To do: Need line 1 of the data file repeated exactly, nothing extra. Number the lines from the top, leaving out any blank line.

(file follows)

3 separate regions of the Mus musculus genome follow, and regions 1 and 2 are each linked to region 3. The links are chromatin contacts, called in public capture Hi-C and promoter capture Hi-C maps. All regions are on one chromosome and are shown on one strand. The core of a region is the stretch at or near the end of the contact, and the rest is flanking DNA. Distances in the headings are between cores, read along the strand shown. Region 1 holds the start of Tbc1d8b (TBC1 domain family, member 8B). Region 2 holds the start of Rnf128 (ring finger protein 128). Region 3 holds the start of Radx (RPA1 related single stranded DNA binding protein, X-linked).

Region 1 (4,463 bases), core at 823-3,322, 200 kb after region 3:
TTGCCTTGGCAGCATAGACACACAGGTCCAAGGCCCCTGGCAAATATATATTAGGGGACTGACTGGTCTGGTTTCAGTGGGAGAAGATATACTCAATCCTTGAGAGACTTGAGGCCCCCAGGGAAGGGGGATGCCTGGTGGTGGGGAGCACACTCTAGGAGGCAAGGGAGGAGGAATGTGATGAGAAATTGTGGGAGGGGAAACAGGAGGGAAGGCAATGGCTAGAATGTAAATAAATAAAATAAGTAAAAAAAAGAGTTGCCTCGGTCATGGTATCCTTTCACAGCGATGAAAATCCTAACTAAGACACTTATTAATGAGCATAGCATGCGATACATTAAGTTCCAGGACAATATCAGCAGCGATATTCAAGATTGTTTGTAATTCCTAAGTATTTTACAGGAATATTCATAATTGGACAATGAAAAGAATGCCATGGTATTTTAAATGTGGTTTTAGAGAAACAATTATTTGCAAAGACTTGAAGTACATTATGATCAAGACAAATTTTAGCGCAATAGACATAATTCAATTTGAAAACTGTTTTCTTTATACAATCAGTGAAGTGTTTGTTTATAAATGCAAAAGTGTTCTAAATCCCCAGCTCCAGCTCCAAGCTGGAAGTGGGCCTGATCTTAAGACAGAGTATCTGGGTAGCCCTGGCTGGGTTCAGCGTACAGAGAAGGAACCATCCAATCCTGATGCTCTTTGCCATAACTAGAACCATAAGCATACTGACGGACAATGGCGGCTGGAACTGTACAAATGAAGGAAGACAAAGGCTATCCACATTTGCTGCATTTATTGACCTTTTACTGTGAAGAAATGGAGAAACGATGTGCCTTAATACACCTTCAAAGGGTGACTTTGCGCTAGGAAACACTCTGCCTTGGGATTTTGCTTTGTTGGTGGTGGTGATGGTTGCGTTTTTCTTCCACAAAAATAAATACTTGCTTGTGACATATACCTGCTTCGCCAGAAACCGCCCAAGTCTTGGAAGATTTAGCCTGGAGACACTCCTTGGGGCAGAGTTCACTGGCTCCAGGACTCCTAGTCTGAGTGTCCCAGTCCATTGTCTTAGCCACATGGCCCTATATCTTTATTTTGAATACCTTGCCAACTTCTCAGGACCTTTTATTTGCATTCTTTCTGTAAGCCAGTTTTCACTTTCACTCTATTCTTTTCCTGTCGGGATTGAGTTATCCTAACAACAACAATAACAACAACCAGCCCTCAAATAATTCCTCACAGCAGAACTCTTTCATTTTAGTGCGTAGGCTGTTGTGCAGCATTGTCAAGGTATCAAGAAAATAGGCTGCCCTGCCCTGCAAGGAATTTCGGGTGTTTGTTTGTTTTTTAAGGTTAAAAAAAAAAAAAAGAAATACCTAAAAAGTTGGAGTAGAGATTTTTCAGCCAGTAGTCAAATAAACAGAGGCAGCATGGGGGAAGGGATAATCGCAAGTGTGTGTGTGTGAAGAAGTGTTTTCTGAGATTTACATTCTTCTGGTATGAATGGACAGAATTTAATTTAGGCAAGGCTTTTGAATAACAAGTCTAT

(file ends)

3 separate regions of the Mus musculus genome follow, and regions 1 and 2 are each linked to region 3. The links are chromatin contacts, called in public capture Hi-C and promoter capture Hi-C maps. All regions are on one chromosome and are shown on one strand. The core of a region is the stretch at or near the end of the contact, and the rest is flanking DNA. Distances in the headings are between cores, read along the strand shown. Region 1 holds the start of Tbc1d8b (TBC1 domain family, member 8B). Region 2 holds the start of Rnf128 (ring finger protein 128). Region 3 holds the start of Radx (RPA1 related single stranded DNA binding protein, X-linked).